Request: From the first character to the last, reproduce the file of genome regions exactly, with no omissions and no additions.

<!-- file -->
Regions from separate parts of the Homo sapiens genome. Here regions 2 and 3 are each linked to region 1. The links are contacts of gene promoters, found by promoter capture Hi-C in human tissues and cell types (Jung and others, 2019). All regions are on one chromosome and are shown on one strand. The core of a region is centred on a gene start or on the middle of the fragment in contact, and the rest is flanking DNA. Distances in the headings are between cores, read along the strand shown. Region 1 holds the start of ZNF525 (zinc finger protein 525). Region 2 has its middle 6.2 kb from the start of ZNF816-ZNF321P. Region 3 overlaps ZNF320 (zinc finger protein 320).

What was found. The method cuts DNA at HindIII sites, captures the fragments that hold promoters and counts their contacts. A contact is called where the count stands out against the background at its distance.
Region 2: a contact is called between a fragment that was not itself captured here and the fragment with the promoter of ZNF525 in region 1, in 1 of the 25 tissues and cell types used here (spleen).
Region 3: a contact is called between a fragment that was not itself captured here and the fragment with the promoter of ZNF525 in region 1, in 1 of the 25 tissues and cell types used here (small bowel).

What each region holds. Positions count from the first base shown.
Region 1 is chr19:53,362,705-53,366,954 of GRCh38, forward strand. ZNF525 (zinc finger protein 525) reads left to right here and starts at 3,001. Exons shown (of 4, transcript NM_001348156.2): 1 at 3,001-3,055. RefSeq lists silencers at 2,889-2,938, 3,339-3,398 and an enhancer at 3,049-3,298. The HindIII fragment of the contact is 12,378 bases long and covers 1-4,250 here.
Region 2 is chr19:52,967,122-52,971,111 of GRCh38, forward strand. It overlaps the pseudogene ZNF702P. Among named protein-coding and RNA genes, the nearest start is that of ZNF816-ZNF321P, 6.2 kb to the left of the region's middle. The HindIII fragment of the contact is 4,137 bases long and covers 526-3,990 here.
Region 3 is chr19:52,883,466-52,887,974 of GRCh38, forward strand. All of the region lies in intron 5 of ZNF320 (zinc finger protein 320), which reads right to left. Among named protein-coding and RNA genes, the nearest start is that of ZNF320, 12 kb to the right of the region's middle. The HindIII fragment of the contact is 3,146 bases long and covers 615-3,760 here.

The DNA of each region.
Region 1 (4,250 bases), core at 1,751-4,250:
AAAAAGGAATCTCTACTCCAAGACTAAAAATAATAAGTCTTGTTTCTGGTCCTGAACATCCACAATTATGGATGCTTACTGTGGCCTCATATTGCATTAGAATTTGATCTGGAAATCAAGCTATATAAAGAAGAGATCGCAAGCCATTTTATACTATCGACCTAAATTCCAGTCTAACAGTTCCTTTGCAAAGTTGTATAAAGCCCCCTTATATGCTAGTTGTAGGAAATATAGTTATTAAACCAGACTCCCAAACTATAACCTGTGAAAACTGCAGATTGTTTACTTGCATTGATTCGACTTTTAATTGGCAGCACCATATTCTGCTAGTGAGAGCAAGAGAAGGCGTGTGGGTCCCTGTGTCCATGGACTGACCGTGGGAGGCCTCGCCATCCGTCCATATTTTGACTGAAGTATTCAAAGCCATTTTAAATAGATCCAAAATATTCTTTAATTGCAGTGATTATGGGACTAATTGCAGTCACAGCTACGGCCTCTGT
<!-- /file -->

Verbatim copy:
Regions from separate parts of the Homo sapiens genome. Here regions 2 and 3 are each linked to region 1. The links are contacts of gene promoters, found by promoter capture Hi-C in human tissues and cell types (Jung and others, 2019). All regions are on one chromosome and are shown on one strand. The core of a region is centred on a gene start or on the middle of the fragment in contact, and the rest is flanking DNA. Distances in the headings are between cores, read along the strand shown. Region 1 holds the start of ZNF525 (zinc finger protein 525). Region 2 has its middle 6.2 kb from the start of ZNF816-ZNF321P. Region 3 overlaps ZNF320 (zinc finger protein 320).

What was found. The method cuts DNA at HindIII sites, captures the fragments that hold promoters and counts their contacts. A contact is called where the count stands out against the background at its distance.
Region 2: a contact is called between a fragment that was not itself captured here and the fragment with the promoter of ZNF525 in region 1, in 1 of the 25 tissues and cell types used here (spleen).
Region 3: a contact is called between a fragment that was not itself captured here and the fragment with the promoter of ZNF525 in region 1, in 1 of the 25 tissues and cell types used here (small bowel).

What each region holds. Positions count from the first base shown.
Region 1 is chr19:53,362,705-53,366,954 of GRCh38, forward strand. ZNF525 (zinc finger protein 525) reads left to right here and starts at 3,001. Exons shown (of 4, transcript NM_001348156.2): 1 at 3,001-3,055. RefSeq lists silencers at 2,889-2,938, 3,339-3,398 and an enhancer at 3,049-3,298. The HindIII fragment of the contact is 12,378 bases long and covers 1-4,250 here.
Region 2 is chr19:52,967,122-52,971,111 of GRCh38, forward strand. It overlaps the pseudogene ZNF702P. Among named protein-coding and RNA genes, the nearest start is that of ZNF816-ZNF321P, 6.2 kb to the left of the region's middle. The HindIII fragment of the contact is 4,137 bases long and covers 526-3,990 here.
Region 3 is chr19:52,883,466-52,887,974 of GRCh38, forward strand. All of the region lies in intron 5 of ZNF320 (zinc finger protein 320), which reads right to left. Among named protein-coding and RNA genes, the nearest start is that of ZNF320, 12 kb to the right of the region's middle. The HindIII fragment of the contact is 3,146 bases long and covers 615-3,760 here.

The DNA of each region.
Region 1 (4,250 bases), core at 1,751-4,250:
AAAAAGGAATCTCTACTCCAAGACTAAAAATAATAAGTCTTGTTTCTGGTCCTGAACATCCACAATTATGGATGCTTACTGTGGCCTCATATTGCATTAGAATTTGATCTGGAAATCAAGCTATATAAAGAAGAGATCGCAAGCCATTTTATACTATCGACCTAAATTCCAGTCTAACAGTTCCTTTGCAAAGTTGTATAAAGCCCCCTTATATGCTAGTTGTAGGAAATATAGTTATTAAACCAGACTCCCAAACTATAACCTGTGAAAACTGCAGATTGTTTACTTGCATTGATTCGACTTTTAATTGGCAGCACCATATTCTGCTAGTGAGAGCAAGAGAAGGCGTGTGGGTCCCTGTGTCCATGGACTGACCGTGGGAGGCCTCGCCATCCGTCCATATTTTGACTGAAGTATTCAAAGCCATTTTAAATAGATCCAAAATATTCTTTAATTGCAGTGATTATGGGACTAATTGCAGTCACAGCTACGGCCTCTGT